Thomas Story (1670?–1742) was an English Quaker convert and friend of William Penn, whose writings were very influential to Quakers. In 1698, he visited colonial America, lectured to Quakers there, and held positions in the Pennsylvania colony.
Born around 1670, he was son by his first wife of Thomas Story of Justice Town in the parish of Kirklinton, near Carlisle, and younger brother of George Warter Story. After being educated at the Carlisle grammar school, and acquiring skill in fencing and music, Story read law under Dr. Richard Gilpin at Scaleby Castle, Cumberland. In 1687 he settled in chambers in Carlisle.
Story began to have scruples about the christening of infants and other rites. Story experienced on 1 April 1689 a call or ‘conversion’ to Quaker tenets. He at once ‘put off his usual airs, his jovial address, and the sword which he had worn as a modish and manly ornament.’ He also burned his musical instruments, and divested himself of the superfluous parts of his apparel. In 1693 he began to preach. That year he first met William Penn, who, on his deciding to settle in London (1695), assisted him to find legal employment among the Quakers, in conveyancing and drawing up settlements. He was appointed registrar of the Society of Friends, and employed to abstract and index the deeds of London quarterly meeting. At this time he paid visits to, and discussed Quakerism with, the Countess of Carlisle, Sir John Rhodes of Balbur Hall, Derbyshire; Sir Thomas Liddell of Ravensworth Castle, Northumberland; and the Tsar Peter the Great, then on a visit to Greenwich, whom he presented the Latin version of Robert Barclay's ‘Apology.’
Story accompanied Penn to Ireland in 1698, stayed at Shangarry, and visited his brother, George Story, then Dean of Limerick.
In November 1698 Story sailed for Pennsylvania, where, at the request of Penn, who shortly followed, he remained sixteen years. He was chosen the first recorder of Philadelphia by a charter of 25 Oct. 1701, was a member of the council of state, keeper of the great seal, master of the rolls, and in 1706 elected mayor of Philadelphia, but paid a fine of £20 for declining to serve.
Story was also treasurer of the Pennsylvania Land Company, to which, about the time he left, he sold his estates. James Hoskins, in the ‘Pennsylvania Bubble bubbled by the Treasurer,’ 1726, accused him of unfair dealings, but Story was adjudged honest by a court of arbitration appointed in London in 1723. During his residence in Pennsylvania, Story travelled about preaching, and visited Jamaica and Barbados. He married while in America, but lost his wife six years later.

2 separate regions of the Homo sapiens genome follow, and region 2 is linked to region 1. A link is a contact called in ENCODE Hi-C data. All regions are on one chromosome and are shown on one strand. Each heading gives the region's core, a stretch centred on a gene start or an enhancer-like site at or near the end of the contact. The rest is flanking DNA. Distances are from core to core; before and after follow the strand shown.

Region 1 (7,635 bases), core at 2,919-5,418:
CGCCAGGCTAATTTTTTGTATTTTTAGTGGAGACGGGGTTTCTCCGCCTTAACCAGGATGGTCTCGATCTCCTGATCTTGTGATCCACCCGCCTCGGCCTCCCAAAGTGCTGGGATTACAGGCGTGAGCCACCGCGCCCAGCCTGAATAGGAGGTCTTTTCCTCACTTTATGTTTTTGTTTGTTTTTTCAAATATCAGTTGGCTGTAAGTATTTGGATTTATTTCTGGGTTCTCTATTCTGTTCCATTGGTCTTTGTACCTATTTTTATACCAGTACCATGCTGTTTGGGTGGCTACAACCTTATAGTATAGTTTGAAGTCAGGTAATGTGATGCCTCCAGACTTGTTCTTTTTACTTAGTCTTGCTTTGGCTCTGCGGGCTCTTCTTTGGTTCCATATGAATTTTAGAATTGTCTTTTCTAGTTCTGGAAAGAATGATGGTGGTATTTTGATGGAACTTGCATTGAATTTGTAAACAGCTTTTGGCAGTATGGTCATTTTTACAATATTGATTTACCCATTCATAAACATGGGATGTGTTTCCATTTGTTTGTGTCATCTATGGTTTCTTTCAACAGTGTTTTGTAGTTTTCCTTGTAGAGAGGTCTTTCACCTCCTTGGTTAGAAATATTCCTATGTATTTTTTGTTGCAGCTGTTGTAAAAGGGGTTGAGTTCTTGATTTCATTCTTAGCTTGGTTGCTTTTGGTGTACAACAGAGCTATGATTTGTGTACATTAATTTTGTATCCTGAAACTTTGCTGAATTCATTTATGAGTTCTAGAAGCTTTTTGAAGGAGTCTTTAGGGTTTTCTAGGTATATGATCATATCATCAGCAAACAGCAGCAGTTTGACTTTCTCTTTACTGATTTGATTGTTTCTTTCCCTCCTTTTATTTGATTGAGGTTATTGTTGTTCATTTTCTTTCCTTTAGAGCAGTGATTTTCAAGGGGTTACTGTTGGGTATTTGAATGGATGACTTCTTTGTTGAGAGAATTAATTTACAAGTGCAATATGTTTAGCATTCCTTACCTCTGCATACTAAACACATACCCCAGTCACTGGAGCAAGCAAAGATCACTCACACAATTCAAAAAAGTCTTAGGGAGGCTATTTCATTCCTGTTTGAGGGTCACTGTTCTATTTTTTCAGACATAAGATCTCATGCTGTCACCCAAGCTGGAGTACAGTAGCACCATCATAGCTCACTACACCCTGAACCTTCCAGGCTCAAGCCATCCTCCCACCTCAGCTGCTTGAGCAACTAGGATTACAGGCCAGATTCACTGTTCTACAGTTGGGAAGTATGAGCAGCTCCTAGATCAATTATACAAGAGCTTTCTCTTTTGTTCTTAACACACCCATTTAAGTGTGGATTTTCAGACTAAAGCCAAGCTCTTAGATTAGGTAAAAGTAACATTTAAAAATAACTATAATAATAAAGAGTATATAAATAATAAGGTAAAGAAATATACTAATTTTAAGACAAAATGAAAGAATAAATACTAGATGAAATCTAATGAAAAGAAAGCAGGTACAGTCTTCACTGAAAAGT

On 6 December 1714 Story returned to London, and on Sunday, 12 December, he preached at Gracechurch Street meeting. He held meetings at Oxford, which were attended by ‘scholars and people of fashion;’ the former created an unruly disturbance.
On a visit to Holland in 1715 William Sewel acted as his interpreter. Next year he was preaching in Ireland. At Limerick crowds came to see the dean's brother; while his cousin, Charles Story, prebendary of Limerick, also attended his meetings. At Kilkenny Story was arrested, but after a few days the sheriff released him, in spite of the bishop of Ossory having committed him for three months' imprisonment.
In 1717 Story was with the Barclays at Ury in Scotland. The next year he attended the deathbed and funeral of William Penn. From this time he paid during the season frequent visits to Bath, where his preaching was so admired that the afternoon meetings were crowded. When he was at Justice Town, which he purchased from his brother's widow about 1723, his favourite pursuit was forestry. He planted nurseries of many English and American trees, and at the time of his death, from paralysis, on 24 June 1742, was building a new house.
He was buried in the Friends' burial-ground at Fisher Street, Carlisle, on 26 June. By his wife Anne, daughter of Edward Shippen, first mayor of Philadelphia in 1701, Story had no issue. He devised by his will, dated 1741, all his lands in England and Pennsylvania to be sold, the former for the benefit of his sister, Ann Elliot, and her two daughters; the latter for members of the Shippen family. Money was left to poor Friends of Carlisle monthly meeting, and for the education of Quaker children in Clerkenwell.
Story's sermons were taken down in shorthand and some were collected as ‘Discourses delivered in the Public Assemblies of the People called Quakers,’ 1738, 1744, 1764. Beside several papers, he published:
- ‘Reasons why those of the … Quakers challenged by George Keith to meet him … refuse,’ 1696.
- ‘A Word to the Wise,’ also in answer to Keith, 1697; republished as ‘A Word to the Well Inclin'd,’ 1698.
His ‘Journal,’ Newcastle, 1747, contains the account of his missionary labours, and of interviews with persons of rank. It was abridged by John Kendall (1726–1815), 1786, 1832, and published in the ‘Friends' Library,’ Philadelphia, 1846. Story relates a discussion with the Earl of Lonsdale in 1739 on early Methodists.
- citation needed
- The Doctrines of the Society of Friends: As Set Forth in the Life and Writings of Thomas Story
- Story tells of how he gave legal assistance to American Quaker war tax resisters